- 1.4kg fresh apricots, halved with stonepitXs removed (save 6 of the stonepitXs)
- 1.4kg white sugar
- 300ml water
- juice of 1 lemon for pectin
- 6 jamjellyX jars with lids
1 Place the apricots and water into a large, heavy pan and simmer gently until the apricots begin to soften.
2 Crack open 6 apricot stones (I bang them with a hammer) and remove the kernels from the middle. They are a little like a bitter almond and add flavour to the jam. When the fruit has begun to soften, stir in the sugar, apricot kernels and the lemon juice. Stir continuously until sugar is dissolved.
3 Boil the jam for around 15-20 minutes, stirring frequently to ensure it does not stick to the bottom of the pan and burn. If a large amount of scum builds up when the jam is boiling, skim it off with a metal spoon.
While the jam is boiling, place 3 small plates into the freezer. When it has boiled for around 15 minutes you should start testing for a ‘set’. To do this, drop a teaspoonful of the jam onto one of the chilled plates. Leave for 1 minute to cool then push with your fingertip. The jam should wrinkle on the plate. If it only wrinkles a little, continue to boil for another 2 minutes and test again. You may need to test a number of times, so return the plates to the freezer to keep them cold.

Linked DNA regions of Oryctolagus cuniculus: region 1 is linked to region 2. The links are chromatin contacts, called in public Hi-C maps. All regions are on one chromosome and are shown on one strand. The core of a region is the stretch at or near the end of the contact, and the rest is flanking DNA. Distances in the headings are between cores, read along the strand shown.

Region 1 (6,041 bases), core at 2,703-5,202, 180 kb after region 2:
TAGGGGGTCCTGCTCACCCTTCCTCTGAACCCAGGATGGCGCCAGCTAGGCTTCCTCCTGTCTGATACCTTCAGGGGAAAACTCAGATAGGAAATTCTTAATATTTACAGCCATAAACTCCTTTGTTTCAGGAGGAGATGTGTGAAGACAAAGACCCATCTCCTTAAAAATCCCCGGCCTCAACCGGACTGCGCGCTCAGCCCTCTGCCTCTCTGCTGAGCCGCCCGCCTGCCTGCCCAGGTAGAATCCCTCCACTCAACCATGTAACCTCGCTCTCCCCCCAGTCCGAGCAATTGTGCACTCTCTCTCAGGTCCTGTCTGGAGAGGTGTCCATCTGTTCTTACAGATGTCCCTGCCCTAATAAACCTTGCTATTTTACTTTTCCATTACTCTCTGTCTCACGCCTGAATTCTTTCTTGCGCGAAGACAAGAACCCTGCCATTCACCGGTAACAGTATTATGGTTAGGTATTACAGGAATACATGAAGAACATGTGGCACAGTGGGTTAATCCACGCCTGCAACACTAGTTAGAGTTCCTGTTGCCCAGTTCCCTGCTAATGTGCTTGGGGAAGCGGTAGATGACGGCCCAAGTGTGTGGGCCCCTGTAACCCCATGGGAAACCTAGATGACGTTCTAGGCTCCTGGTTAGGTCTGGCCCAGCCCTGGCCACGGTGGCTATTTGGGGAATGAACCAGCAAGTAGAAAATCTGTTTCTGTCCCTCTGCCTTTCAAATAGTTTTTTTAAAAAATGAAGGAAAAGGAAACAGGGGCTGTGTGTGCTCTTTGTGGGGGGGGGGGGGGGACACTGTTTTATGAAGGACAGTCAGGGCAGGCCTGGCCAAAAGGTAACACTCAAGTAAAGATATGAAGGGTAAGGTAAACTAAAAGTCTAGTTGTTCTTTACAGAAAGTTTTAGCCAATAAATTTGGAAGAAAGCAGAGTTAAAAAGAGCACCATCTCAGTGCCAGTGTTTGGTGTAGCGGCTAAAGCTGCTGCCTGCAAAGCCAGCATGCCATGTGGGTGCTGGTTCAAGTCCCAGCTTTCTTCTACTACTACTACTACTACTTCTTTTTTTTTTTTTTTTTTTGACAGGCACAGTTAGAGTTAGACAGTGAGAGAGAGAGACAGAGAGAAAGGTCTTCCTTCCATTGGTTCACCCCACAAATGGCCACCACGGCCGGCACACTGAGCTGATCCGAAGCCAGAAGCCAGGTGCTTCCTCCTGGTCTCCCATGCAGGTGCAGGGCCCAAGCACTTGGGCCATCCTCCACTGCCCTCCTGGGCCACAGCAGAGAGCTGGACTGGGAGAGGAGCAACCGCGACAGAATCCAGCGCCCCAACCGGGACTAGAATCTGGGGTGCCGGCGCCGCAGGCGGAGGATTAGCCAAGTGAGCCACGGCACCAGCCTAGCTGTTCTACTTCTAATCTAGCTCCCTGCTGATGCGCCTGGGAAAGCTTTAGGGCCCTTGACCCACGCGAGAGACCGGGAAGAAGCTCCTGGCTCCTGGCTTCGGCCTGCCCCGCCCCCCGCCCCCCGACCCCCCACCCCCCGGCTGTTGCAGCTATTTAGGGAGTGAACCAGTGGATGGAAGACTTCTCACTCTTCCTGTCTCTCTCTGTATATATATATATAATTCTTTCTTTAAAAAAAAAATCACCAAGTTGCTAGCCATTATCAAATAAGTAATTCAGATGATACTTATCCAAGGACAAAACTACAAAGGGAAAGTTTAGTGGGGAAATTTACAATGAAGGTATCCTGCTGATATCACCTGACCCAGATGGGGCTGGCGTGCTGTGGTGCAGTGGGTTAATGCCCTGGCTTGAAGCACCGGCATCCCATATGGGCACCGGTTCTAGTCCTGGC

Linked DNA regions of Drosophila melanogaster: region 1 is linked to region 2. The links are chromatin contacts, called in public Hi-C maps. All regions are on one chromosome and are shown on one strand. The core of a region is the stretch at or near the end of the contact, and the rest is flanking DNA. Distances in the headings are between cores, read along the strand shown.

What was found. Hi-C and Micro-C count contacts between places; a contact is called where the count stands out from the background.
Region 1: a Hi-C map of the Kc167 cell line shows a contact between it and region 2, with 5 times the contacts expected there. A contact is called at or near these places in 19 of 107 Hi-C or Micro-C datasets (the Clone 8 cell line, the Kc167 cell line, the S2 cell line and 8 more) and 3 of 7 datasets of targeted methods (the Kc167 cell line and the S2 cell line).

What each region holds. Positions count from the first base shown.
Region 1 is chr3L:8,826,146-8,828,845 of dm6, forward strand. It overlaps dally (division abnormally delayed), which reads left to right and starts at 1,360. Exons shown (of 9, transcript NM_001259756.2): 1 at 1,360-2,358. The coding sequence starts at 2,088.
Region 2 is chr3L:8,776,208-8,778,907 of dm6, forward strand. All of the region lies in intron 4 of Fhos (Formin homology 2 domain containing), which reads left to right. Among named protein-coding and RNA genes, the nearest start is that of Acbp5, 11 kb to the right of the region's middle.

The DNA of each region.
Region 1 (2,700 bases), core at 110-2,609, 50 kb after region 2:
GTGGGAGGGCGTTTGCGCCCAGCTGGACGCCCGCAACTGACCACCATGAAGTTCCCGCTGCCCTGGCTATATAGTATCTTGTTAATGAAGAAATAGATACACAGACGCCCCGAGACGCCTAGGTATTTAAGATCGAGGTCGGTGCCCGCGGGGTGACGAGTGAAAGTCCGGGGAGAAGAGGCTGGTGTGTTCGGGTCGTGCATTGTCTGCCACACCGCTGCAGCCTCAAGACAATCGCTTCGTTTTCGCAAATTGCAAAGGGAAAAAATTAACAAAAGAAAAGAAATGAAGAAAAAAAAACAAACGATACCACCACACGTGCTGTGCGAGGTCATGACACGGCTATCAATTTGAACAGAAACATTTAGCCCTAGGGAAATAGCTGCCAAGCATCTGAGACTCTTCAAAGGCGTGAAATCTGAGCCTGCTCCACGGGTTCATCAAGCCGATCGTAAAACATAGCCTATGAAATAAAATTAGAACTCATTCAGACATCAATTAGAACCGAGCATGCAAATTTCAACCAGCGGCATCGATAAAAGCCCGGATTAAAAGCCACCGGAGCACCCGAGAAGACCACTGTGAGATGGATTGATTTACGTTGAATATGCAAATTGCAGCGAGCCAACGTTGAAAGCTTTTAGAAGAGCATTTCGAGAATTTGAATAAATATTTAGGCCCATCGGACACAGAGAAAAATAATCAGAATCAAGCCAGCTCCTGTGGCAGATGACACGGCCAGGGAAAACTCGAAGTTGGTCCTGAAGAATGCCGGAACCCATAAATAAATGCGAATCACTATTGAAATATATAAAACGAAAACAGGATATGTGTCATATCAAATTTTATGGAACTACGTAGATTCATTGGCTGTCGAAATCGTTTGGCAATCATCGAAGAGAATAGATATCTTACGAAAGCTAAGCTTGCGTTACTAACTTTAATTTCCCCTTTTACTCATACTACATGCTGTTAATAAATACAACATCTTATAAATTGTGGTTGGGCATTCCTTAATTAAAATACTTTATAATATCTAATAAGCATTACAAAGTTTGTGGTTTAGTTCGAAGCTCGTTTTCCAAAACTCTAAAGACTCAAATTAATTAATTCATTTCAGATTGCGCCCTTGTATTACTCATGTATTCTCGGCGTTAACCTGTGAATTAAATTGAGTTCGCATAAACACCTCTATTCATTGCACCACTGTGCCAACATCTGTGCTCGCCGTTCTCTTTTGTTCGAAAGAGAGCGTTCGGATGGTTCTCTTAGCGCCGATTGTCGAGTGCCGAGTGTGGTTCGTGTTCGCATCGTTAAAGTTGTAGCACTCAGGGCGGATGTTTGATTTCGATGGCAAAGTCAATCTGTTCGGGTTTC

4 While the jam is cooking, prepare the jars by sterilizing in the oven. Preheat the oven to 120°C; place the jars in the oven for a minimum of 20 minutes. Place the lids in a small saucepan of boiling water and boil for 10 minutes.
5 When you have a set – the jam wrinkles when pushed – use tongs to remove a hot jar from the oven, place it into a heatproof dish (to catch spills) and fill to the top with hot jam. Then use the tongs to pick up a hot lid from the saucepan and screw it on.
6 When the jam is cooled it will be well set, the hot jars and lids will have formed a vacuum so the lids will invert slightly and give a satisfying pop when you come to open them. Just like the bought ones, only better!
- It is vital to sterilise your jars when preserving, to kill any harmful organisms and ensure your fruit is safe to eat.
- A preserving pan is designed with sloping sides to aid evaporation when bottling and preserving, but is not essential. A large, heavy-based stock or soup pot will work well.
- Pectin is a carbohydrate found in fruit that aids in the gelling or settling process. Apricots are not high in pectin but citrus fruits are, so the lemon juice is important if you want the jam to gel.
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